It was 1986. Delusional visions of grandeur flooded my mind as I approached the age of sixteen. A car, I thought. Driving will be awesome! With my father’s handy abilities as a mechanic, service manager job at a car dealership, and stock car building and driving experience, I knew I’d end up with something good. That something good was the 1979 Dodge Aspen Wagon in green with a caramel interior and exterior wood paneling. Although an automatic transmission, it stalled in the rain and at random stop signs on my way to school.
I learned many things from that vehicle such as to remember to put the gas cap back on after filling up the tank. I also learned that $5 worth of gas does not go a long way, and my babysitting money became even more valuable to me. Today’s cars have gas tank caps and covers; however, the Aspen Wagon’s was one and the same (see below photo). After I left the Mobil station with the third gas cap on top of the car, my father chained a new one to the outside of the car so that I couldn’t lose it. It resembled a chained wallet in the back pocket of a biker’s jeans. It was ridiculous looking, but my own fault.
Lesson two was how to check the oil in my car. There was a slow oil leak in the engine, so my father instructed me to check the oil once a week, and I would end up having to put in a fresh quart. I thought most sixteen-year old girls were learning this, too, but I was wrong. I reminded myself that I was lucky to have something to get me from A to B, even if stalling meant I might be late to wherever B was.
The third lesson was in flexibility and growing a thicker skin. I already had the chained gas cap, and my friends’ parents always wanted me to park on the street since the Dodge left a puddle of oil in their driveway. It was the Pig Pen of cars, but it was mine. The horn stopped working, too. My father fashioned some wiring and installed a red button on the steering wheel, and this red button became the new horn. At that point, the car resembled the family truckster in dark metallic pea driven by Clark Griswold in Vacation. It wasn’t Jackie’s antique BMW, Jason’s Volvo, Leslie’s Jetta, or Dana’s ‘60s Mustang convertible. It was more akin to Anne-Marie’s brown Datsun pickup truck and Lisa’s Crown Vic complete with horrendous horn. I was in great company.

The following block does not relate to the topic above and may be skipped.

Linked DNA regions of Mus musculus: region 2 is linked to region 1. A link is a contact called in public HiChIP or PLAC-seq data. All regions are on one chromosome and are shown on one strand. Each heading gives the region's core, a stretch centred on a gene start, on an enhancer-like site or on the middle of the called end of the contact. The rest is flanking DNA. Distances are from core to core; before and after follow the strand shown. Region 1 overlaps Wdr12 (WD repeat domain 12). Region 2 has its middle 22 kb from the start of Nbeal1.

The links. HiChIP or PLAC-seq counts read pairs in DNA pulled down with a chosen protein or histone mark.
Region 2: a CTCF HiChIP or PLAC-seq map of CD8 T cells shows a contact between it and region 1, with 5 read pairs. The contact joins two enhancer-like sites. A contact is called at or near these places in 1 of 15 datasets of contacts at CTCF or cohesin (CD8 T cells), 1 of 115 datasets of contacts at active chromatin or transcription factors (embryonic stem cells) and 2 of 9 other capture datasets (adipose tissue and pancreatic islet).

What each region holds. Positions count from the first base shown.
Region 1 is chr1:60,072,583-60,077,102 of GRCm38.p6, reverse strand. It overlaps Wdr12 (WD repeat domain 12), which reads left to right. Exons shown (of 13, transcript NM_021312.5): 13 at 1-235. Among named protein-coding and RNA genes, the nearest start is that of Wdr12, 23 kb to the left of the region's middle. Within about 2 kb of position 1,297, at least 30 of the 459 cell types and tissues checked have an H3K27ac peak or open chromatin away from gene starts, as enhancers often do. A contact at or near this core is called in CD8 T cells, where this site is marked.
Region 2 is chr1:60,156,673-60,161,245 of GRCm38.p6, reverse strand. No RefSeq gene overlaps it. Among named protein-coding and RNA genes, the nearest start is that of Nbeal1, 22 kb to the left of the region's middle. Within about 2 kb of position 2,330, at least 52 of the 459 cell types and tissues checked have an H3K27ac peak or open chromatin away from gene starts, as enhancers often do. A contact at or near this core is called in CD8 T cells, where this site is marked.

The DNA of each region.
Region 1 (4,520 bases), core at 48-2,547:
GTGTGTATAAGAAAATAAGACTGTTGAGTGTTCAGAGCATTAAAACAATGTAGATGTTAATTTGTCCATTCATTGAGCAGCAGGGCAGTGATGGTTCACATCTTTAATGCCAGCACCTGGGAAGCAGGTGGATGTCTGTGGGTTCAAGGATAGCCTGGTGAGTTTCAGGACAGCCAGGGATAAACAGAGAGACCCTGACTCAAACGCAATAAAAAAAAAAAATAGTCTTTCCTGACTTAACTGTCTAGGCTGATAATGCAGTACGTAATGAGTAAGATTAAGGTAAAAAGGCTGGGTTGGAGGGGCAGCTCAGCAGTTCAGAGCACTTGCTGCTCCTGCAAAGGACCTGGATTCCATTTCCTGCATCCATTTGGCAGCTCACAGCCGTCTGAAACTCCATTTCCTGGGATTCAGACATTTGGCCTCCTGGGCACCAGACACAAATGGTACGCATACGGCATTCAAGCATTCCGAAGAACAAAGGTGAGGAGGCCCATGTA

One day a Mrs. Davis from Fairfield was in the right lane of Elm Street and I was in the left. She decided to be in my lane without waiting for the rest of my wagon to pass, and her front left bumper inserted itself into my right front passenger door, rendering the door permanently stuck. No other damage, so not worth pursuing with the insurance company. Thanks to Mrs. Davis, any passenger of mine either had to pull a Dukes of Hazzard move and slide herself through the passenger window, or the lucky duck got to sit in the back seat as I chauffeured. The fondest memory I have of this seating arrangement is when I was at Kelley’s house one afternoon. She and I had been hanging out listening to records, talking about clothes and boys as teenage girls do, and then it was time to go home. Her dad asked if I could give him a ride to town on my way. I was a bit embarrassed; I had to let him know that he would either have to hurl himself through the window into the passenger seat or sit in the back. “And also, Mr. Franco, it stalls a lot, so just a heads up.” Father of eleven, Dick Franco was not daunted. With a genuine smile on his face, he hopped in the back seat, and it was smooth sailing from Tommy’s Lane to Elm Street.
Later that spring, now 1987, my mother was horrified when I shared a particular Friday evening’s plans with her. Some friends and I had the notion of watching a movie at someone’s house. The movie idea didn’t horrify her; she just didn’t want passersby to see my awesome ride parked at a party. She would be embarrassed, she said, if her friends saw that her responsible daughter’s car was at a party. She couldn’t argue with my reply. “Mommy, I am embarrassed driving it everywhere I go, so we’re even.”
The Dodge Aspen wagon was memorable for all of these reasons, and yet, I felt I should get my near-thirteen-year-old son’s endorsement on the most recent auto purchase we made since he might learn to drive with it: a pre-owned 2012 Mini Cooper Countryman. It’s a stick, it’s the John Cooper Works model, and it’s fun to drive. I think of my first car and all of the lessons I was forced to learn, all of the embarrassment I suffered between the chained gas cap, Bat Man button for a horn, and a Luke Duke method of car entry for passengers. I can’t deny Aidan a similar rite of passage.
Something tells me that Aidan’s first car needs that memorable character, something a little larger than the Mini, something that sticks out so he can learn his lessons, too. Our 2005 black Suburban Z71 has more than 102,000 miles on it, and it’s still going strong. The next three years of wear and tear on it could be just the thing to thicken a teenager’s skin to the realities of fiscal obligations when it comes to automobile maintenance. New and shiny it is not, and it has certainly earned its moniker DAVe (domestic assault vehicle*). Although DAVe blends into town a bit better than the ’79 Dodge Aspen Wagon did, I absolutely think that everyone’s first car should be a used one. It just doesn’t have to be as hideous as mine!